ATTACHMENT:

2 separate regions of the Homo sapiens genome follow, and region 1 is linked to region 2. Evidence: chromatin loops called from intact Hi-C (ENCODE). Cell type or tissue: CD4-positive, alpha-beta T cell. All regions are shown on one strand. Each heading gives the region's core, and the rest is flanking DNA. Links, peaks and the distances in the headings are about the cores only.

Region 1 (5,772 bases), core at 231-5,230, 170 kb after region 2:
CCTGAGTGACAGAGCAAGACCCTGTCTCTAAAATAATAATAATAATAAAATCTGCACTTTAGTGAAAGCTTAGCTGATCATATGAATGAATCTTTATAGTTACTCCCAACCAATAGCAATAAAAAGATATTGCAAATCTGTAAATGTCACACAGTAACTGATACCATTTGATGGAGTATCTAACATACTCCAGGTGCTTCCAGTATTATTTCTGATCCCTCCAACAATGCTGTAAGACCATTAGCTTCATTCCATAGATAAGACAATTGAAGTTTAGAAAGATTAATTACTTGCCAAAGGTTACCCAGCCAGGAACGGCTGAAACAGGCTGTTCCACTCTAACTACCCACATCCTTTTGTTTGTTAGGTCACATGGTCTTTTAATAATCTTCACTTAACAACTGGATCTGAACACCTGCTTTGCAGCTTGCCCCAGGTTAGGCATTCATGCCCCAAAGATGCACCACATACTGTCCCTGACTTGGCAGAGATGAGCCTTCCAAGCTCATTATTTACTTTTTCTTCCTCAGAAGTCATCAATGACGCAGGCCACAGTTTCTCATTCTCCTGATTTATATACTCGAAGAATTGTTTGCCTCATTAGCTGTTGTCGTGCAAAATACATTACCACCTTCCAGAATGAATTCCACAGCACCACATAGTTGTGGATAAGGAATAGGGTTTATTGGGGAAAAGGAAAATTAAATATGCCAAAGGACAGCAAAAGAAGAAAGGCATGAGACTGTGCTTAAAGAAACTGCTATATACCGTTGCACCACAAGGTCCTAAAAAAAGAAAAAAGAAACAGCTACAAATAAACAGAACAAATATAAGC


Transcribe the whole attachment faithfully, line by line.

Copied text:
2 separate regions of the Homo sapiens genome follow, and region 1 is linked to region 2. Evidence: chromatin loops called from intact Hi-C (ENCODE). Cell type or tissue: CD4-positive, alpha-beta T cell. All regions are shown on one strand. Each heading gives the region's core, and the rest is flanking DNA. Links, peaks and the distances in the headings are about the cores only.

Region 1 (5,772 bases), core at 231-5,230, 170 kb after region 2:
CCTGAGTGACAGAGCAAGACCCTGTCTCTAAAATAATAATAATAATAAAATCTGCACTTTAGTGAAAGCTTAGCTGATCATATGAATGAATCTTTATAGTTACTCCCAACCAATAGCAATAAAAAGATATTGCAAATCTGTAAATGTCACACAGTAACTGATACCATTTGATGGAGTATCTAACATACTCCAGGTGCTTCCAGTATTATTTCTGATCCCTCCAACAATGCTGTAAGACCATTAGCTTCATTCCATAGATAAGACAATTGAAGTTTAGAAAGATTAATTACTTGCCAAAGGTTACCCAGCCAGGAACGGCTGAAACAGGCTGTTCCACTCTAACTACCCACATCCTTTTGTTTGTTAGGTCACATGGTCTTTTAATAATCTTCACTTAACAACTGGATCTGAACACCTGCTTTGCAGCTTGCCCCAGGTTAGGCATTCATGCCCCAAAGATGCACCACATACTGTCCCTGACTTGGCAGAGATGAGCCTTCCAAGCTCATTATTTACTTTTTCTTCCTCAGAAGTCATCAATGACGCAGGCCACAGTTTCTCATTCTCCTGATTTATATACTCGAAGAATTGTTTGCCTCATTAGCTGTTGTCGTGCAAAATACATTACCACCTTCCAGAATGAATTCCACAGCACCACATAGTTGTGGATAAGGAATAGGGTTTATTGGGGAAAAGGAAAATTAAATATGCCAAAGGACAGCAAAAGAAGAAAGGCATGAGACTGTGCTTAAAGAAACTGCTATATACCGTTGCACCACAAGGTCCTAAAAAAAGAAAAAAGAAACAGCTACAAATAAACAGAACAAATATAAGC